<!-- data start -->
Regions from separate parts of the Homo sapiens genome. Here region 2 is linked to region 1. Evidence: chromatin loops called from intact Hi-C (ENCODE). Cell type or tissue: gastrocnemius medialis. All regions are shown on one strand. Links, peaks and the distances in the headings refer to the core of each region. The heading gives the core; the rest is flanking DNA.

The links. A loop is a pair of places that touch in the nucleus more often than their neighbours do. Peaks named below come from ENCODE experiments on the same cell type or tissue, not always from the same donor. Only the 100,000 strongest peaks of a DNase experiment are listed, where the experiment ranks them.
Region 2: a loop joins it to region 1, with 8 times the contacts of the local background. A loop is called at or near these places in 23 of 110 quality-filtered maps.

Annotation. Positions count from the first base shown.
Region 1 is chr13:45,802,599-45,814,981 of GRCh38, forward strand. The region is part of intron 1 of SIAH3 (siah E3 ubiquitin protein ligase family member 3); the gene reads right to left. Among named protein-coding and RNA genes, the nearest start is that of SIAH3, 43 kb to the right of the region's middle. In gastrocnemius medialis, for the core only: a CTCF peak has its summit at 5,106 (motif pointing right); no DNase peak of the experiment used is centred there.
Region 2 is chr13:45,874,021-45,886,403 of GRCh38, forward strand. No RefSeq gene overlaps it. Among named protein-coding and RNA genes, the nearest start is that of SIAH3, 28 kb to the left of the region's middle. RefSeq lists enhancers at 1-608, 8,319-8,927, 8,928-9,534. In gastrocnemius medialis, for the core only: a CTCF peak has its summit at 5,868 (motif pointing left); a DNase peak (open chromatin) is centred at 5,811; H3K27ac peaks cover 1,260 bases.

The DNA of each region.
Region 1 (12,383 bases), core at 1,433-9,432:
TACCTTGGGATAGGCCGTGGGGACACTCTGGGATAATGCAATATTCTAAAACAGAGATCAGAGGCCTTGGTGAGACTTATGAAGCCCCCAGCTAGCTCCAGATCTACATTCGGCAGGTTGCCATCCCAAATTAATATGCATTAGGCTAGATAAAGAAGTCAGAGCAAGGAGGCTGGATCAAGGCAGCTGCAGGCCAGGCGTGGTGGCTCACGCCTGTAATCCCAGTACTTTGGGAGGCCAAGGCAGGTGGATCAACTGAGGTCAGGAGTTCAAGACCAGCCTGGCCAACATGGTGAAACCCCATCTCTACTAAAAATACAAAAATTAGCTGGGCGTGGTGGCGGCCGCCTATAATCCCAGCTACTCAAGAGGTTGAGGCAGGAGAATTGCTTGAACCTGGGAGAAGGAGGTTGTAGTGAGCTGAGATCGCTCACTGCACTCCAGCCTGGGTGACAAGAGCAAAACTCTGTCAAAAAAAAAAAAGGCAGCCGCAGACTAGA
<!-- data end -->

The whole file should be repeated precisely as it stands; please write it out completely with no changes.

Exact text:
Regions from separate parts of the Homo sapiens genome. Here region 2 is linked to region 1. Evidence: chromatin loops called from intact Hi-C (ENCODE). Cell type or tissue: gastrocnemius medialis. All regions are shown on one strand. Links, peaks and the distances in the headings refer to the core of each region. The heading gives the core; the rest is flanking DNA.

The links. A loop is a pair of places that touch in the nucleus more often than their neighbours do. Peaks named below come from ENCODE experiments on the same cell type or tissue, not always from the same donor. Only the 100,000 strongest peaks of a DNase experiment are listed, where the experiment ranks them.
Region 2: a loop joins it to region 1, with 8 times the contacts of the local background. A loop is called at or near these places in 23 of 110 quality-filtered maps.

Annotation. Positions count from the first base shown.
Region 1 is chr13:45,802,599-45,814,981 of GRCh38, forward strand. The region is part of intron 1 of SIAH3 (siah E3 ubiquitin protein ligase family member 3); the gene reads right to left. Among named protein-coding and RNA genes, the nearest start is that of SIAH3, 43 kb to the right of the region's middle. In gastrocnemius medialis, for the core only: a CTCF peak has its summit at 5,106 (motif pointing right); no DNase peak of the experiment used is centred there.
Region 2 is chr13:45,874,021-45,886,403 of GRCh38, forward strand. No RefSeq gene overlaps it. Among named protein-coding and RNA genes, the nearest start is that of SIAH3, 28 kb to the left of the region's middle. RefSeq lists enhancers at 1-608, 8,319-8,927, 8,928-9,534. In gastrocnemius medialis, for the core only: a CTCF peak has its summit at 5,868 (motif pointing left); a DNase peak (open chromatin) is centred at 5,811; H3K27ac peaks cover 1,260 bases.

The DNA of each region.
Region 1 (12,383 bases), core at 1,433-9,432:
TACCTTGGGATAGGCCGTGGGGACACTCTGGGATAATGCAATATTCTAAAACAGAGATCAGAGGCCTTGGTGAGACTTATGAAGCCCCCAGCTAGCTCCAGATCTACATTCGGCAGGTTGCCATCCCAAATTAATATGCATTAGGCTAGATAAAGAAGTCAGAGCAAGGAGGCTGGATCAAGGCAGCTGCAGGCCAGGCGTGGTGGCTCACGCCTGTAATCCCAGTACTTTGGGAGGCCAAGGCAGGTGGATCAACTGAGGTCAGGAGTTCAAGACCAGCCTGGCCAACATGGTGAAACCCCATCTCTACTAAAAATACAAAAATTAGCTGGGCGTGGTGGCGGCCGCCTATAATCCCAGCTACTCAAGAGGTTGAGGCAGGAGAATTGCTTGAACCTGGGAGAAGGAGGTTGTAGTGAGCTGAGATCGCTCACTGCACTCCAGCCTGGGTGACAAGAGCAAAACTCTGTCAAAAAAAAAAAAGGCAGCCGCAGACTAGA